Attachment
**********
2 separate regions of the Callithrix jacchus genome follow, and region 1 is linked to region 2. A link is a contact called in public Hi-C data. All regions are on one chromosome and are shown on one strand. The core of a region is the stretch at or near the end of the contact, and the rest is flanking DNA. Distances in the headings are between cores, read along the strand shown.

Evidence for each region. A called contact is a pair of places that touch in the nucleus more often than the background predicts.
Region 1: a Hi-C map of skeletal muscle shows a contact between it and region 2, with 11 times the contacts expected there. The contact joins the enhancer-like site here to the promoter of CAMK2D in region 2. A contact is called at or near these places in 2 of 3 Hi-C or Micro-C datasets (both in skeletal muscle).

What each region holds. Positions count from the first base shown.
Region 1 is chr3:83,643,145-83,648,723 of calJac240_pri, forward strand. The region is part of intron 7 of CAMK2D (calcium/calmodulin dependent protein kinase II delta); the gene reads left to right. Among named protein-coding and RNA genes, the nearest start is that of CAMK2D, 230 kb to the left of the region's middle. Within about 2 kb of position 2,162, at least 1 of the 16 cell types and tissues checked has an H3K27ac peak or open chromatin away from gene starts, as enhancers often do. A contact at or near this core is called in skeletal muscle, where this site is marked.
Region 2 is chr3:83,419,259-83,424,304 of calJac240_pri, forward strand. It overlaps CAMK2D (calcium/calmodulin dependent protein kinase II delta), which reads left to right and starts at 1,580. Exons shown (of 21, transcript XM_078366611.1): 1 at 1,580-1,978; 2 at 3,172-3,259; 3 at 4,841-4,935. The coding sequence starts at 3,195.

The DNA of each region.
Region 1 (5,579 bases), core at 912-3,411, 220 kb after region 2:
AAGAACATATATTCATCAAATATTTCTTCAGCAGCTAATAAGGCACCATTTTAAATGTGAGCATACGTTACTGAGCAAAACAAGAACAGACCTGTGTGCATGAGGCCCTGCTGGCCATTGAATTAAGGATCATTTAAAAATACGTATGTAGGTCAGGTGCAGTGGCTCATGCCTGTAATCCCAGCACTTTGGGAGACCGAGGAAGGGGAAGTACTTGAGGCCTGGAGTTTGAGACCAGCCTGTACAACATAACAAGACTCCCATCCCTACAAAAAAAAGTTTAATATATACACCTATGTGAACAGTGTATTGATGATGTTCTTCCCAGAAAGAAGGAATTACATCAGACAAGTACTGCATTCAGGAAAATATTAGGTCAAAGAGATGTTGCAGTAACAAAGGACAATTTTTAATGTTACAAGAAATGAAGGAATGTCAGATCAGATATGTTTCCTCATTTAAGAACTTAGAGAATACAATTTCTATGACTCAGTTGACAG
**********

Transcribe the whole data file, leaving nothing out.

2 separate regions of the Callithrix jacchus genome follow, and region 1 is linked to region 2. A link is a contact called in public Hi-C data. All regions are on one chromosome and are shown on one strand. The core of a region is the stretch at or near the end of the contact, and the rest is flanking DNA. Distances in the headings are between cores, read along the strand shown.

Evidence for each region. A called contact is a pair of places that touch in the nucleus more often than the background predicts.
Region 1: a Hi-C map of skeletal muscle shows a contact between it and region 2, with 11 times the contacts expected there. The contact joins the enhancer-like site here to the promoter of CAMK2D in region 2. A contact is called at or near these places in 2 of 3 Hi-C or Micro-C datasets (both in skeletal muscle).

What each region holds. Positions count from the first base shown.
Region 1 is chr3:83,643,145-83,648,723 of calJac240_pri, forward strand. The region is part of intron 7 of CAMK2D (calcium/calmodulin dependent protein kinase II delta); the gene reads left to right. Among named protein-coding and RNA genes, the nearest start is that of CAMK2D, 230 kb to the left of the region's middle. Within about 2 kb of position 2,162, at least 1 of the 16 cell types and tissues checked has an H3K27ac peak or open chromatin away from gene starts, as enhancers often do. A contact at or near this core is called in skeletal muscle, where this site is marked.
Region 2 is chr3:83,419,259-83,424,304 of calJac240_pri, forward strand. It overlaps CAMK2D (calcium/calmodulin dependent protein kinase II delta), which reads left to right and starts at 1,580. Exons shown (of 21, transcript XM_078366611.1): 1 at 1,580-1,978; 2 at 3,172-3,259; 3 at 4,841-4,935. The coding sequence starts at 3,195.

The DNA of each region.
Region 1 (5,579 bases), core at 912-3,411, 220 kb after region 2:
AAGAACATATATTCATCAAATATTTCTTCAGCAGCTAATAAGGCACCATTTTAAATGTGAGCATACGTTACTGAGCAAAACAAGAACAGACCTGTGTGCATGAGGCCCTGCTGGCCATTGAATTAAGGATCATTTAAAAATACGTATGTAGGTCAGGTGCAGTGGCTCATGCCTGTAATCCCAGCACTTTGGGAGACCGAGGAAGGGGAAGTACTTGAGGCCTGGAGTTTGAGACCAGCCTGTACAACATAACAAGACTCCCATCCCTACAAAAAAAAGTTTAATATATACACCTATGTGAACAGTGTATTGATGATGTTCTTCCCAGAAAGAAGGAATTACATCAGACAAGTACTGCATTCAGGAAAATATTAGGTCAAAGAGATGTTGCAGTAACAAAGGACAATTTTTAATGTTACAAGAAATGAAGGAATGTCAGATCAGATATGTTTCCTCATTTAAGAACTTAGAGAATACAATTTCTATGACTCAGTTGACAG